Phoenix eventually appeared outside Beijing’s Today Art Museum, and at the 2010 Shanghai Expo. The Massachusetts museum — in North Adams, near the state’s western border with New York — is the first non-Chinese site to house the installation.
The Mass MoCA exhibition also features other works by the artist, including a vertical light box that replicates a Qing Dynasty (1644-1911) landscape. At first, the piece appears to be a traditional ink painting, but it is revealed to have been rendered in trash and debris when viewed from behind. The idea that things aren’t what they seem sets a tone for both Xu’s work and the exhibition, Thompson says.
The choice to exhibit Phoenix at Mass MoCA is particularly meaningful because of the building’s history, Thompson says.
In the late 1800s North Adams experienced a manufacturing boom, briefly making it the biggest Chinese-immigrant city east of the Mississippi River. The building that now houses Mass MoCA was leased as a fabric-printing factory, employing hundreds of Chinese immigrants who helped produce knockoffs of European fashions.
“This site has a complex transcontinental relationship to what was going on in the Far East,” Thompson says.
“I’m a firm believer that when you’re trying to understand complex international relationships, artists are the most interesting people to listen to.”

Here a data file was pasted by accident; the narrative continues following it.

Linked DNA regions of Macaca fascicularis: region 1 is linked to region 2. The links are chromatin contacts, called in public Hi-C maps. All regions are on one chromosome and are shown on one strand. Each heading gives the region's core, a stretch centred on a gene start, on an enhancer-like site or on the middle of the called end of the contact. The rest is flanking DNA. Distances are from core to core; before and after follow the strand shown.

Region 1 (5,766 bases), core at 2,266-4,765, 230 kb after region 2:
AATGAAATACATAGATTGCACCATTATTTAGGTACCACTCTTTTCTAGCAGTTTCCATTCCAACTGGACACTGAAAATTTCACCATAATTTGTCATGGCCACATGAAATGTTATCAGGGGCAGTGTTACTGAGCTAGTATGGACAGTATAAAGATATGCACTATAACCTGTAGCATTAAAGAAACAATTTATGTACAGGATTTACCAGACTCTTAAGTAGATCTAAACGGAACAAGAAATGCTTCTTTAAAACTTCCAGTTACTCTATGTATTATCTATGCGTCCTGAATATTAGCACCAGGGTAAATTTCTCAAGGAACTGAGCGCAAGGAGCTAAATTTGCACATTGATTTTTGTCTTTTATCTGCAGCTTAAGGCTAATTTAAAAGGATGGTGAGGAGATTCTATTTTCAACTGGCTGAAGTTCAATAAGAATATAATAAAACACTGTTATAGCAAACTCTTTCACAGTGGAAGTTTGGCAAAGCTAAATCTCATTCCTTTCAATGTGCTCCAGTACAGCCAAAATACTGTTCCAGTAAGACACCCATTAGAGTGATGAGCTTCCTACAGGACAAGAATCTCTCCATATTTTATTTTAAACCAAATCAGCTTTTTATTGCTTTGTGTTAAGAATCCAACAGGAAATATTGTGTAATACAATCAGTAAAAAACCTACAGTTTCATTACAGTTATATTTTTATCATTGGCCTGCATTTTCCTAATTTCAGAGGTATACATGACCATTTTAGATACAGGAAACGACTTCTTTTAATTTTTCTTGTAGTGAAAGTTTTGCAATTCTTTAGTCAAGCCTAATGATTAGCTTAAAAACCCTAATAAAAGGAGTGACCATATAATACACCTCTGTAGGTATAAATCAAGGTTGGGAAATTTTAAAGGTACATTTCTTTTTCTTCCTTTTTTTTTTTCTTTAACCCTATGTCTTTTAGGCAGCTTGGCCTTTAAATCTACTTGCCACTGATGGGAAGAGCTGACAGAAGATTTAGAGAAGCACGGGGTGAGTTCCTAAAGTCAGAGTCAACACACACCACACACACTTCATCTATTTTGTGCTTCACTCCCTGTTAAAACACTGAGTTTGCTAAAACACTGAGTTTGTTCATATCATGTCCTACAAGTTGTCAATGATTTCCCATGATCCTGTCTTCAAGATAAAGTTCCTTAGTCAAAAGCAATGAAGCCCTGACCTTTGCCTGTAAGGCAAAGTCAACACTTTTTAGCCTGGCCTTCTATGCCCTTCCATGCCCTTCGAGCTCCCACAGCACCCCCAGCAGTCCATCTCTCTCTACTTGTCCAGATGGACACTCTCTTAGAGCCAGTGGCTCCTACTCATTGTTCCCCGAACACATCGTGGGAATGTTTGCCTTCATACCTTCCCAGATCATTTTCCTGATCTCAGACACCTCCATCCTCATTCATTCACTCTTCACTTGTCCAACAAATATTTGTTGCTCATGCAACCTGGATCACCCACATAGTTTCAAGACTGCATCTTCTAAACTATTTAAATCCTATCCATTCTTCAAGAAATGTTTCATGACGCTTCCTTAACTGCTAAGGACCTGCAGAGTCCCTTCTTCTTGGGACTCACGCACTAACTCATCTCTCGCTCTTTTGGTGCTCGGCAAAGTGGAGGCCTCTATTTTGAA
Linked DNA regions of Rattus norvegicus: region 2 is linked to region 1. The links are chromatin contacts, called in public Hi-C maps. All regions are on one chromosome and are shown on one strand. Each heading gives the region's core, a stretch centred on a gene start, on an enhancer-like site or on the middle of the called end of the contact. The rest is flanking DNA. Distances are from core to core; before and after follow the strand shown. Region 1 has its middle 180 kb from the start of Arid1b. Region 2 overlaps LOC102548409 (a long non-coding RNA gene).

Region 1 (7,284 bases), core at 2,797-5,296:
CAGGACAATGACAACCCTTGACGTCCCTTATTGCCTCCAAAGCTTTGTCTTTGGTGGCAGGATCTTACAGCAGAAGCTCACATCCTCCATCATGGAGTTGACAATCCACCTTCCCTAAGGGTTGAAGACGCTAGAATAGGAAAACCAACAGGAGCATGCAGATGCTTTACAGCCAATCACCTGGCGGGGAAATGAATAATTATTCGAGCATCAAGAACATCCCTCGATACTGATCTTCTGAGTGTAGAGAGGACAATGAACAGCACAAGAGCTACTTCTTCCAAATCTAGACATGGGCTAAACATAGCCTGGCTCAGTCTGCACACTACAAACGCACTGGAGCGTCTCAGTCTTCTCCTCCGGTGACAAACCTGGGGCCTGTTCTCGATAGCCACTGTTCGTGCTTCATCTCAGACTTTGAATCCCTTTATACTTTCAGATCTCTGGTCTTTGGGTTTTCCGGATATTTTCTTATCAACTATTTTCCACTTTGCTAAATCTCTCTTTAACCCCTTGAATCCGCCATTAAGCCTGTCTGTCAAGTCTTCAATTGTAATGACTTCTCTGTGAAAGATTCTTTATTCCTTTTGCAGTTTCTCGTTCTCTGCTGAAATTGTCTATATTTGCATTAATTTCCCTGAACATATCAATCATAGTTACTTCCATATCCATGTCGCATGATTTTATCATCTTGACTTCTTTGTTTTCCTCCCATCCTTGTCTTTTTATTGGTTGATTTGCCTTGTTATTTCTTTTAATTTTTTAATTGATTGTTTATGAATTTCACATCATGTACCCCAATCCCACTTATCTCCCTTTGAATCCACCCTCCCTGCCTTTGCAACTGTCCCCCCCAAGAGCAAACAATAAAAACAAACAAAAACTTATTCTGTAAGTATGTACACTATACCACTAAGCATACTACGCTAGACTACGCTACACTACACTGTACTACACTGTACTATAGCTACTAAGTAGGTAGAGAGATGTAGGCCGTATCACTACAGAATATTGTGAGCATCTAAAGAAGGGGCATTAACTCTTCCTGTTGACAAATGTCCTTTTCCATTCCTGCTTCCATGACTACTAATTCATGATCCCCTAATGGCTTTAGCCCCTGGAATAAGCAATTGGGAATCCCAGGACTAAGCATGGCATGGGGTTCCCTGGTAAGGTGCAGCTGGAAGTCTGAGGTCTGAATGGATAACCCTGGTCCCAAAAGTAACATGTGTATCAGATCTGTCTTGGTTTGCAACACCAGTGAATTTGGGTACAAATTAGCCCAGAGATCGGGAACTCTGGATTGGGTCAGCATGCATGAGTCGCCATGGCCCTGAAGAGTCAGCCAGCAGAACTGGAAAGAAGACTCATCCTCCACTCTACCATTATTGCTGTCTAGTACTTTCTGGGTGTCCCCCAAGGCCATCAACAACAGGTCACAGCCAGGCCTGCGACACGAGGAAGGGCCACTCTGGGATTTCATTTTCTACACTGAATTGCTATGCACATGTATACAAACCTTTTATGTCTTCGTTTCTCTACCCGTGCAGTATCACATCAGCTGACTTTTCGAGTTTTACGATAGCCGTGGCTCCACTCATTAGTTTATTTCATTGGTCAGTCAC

Xu, who lived in the United States for almost 20 years and whose 2011 installation Where Does the Dust Itself Collect? is about the Sept 11 terrorist attacks, believes Phoenix wouldn’t have been possible had he not moved back to China in 2008.
“Only in this moment of China’s rise could I have been moved to make work like this,” he says. “If I had stayed in the US I wouldn’t have felt so strongly.
“This work carries with it a flavor of China — the smell and the realities of the country today. It is full of concern about the lowest levels of Chinese society, and it’s my way of acknowledging the practice of very poor people using the lowest materials to dress themselves with great self-respect.
“That is the heart of Chinese folk art: using the cheapest materials to create something that is unrealizable in daily life.”
“My hope is that American audiences will see these phoenixes bearing scars, but proudly and with a great sense of self-respect, flying forward,” Xu says. “I want them to feel a sense of the power and creativity that we have as a people.”